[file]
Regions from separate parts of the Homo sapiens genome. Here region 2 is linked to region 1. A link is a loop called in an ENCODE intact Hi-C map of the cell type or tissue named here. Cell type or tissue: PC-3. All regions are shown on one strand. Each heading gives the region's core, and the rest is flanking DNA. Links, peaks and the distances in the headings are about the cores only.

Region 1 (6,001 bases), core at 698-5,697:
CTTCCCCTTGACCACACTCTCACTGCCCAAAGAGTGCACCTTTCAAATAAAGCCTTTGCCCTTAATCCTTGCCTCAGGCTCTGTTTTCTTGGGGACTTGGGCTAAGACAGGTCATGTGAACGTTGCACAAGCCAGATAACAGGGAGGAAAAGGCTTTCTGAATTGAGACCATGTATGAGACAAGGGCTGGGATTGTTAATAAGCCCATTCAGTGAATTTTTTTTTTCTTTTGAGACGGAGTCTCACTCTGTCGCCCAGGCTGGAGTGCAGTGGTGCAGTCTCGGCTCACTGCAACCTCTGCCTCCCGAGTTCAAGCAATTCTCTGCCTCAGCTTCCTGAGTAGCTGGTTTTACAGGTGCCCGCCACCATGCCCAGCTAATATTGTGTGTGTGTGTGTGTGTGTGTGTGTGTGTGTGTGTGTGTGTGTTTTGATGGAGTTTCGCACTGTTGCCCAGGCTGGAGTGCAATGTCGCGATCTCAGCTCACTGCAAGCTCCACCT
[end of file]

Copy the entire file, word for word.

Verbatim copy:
Regions from separate parts of the Homo sapiens genome. Here region 2 is linked to region 1. A link is a loop called in an ENCODE intact Hi-C map of the cell type or tissue named here. Cell type or tissue: PC-3. All regions are shown on one strand. Each heading gives the region's core, and the rest is flanking DNA. Links, peaks and the distances in the headings are about the cores only.

Region 1 (6,001 bases), core at 698-5,697:
CTTCCCCTTGACCACACTCTCACTGCCCAAAGAGTGCACCTTTCAAATAAAGCCTTTGCCCTTAATCCTTGCCTCAGGCTCTGTTTTCTTGGGGACTTGGGCTAAGACAGGTCATGTGAACGTTGCACAAGCCAGATAACAGGGAGGAAAAGGCTTTCTGAATTGAGACCATGTATGAGACAAGGGCTGGGATTGTTAATAAGCCCATTCAGTGAATTTTTTTTTTCTTTTGAGACGGAGTCTCACTCTGTCGCCCAGGCTGGAGTGCAGTGGTGCAGTCTCGGCTCACTGCAACCTCTGCCTCCCGAGTTCAAGCAATTCTCTGCCTCAGCTTCCTGAGTAGCTGGTTTTACAGGTGCCCGCCACCATGCCCAGCTAATATTGTGTGTGTGTGTGTGTGTGTGTGTGTGTGTGTGTGTGTGTGTGTTTTGATGGAGTTTCGCACTGTTGCCCAGGCTGGAGTGCAATGTCGCGATCTCAGCTCACTGCAAGCTCCACCT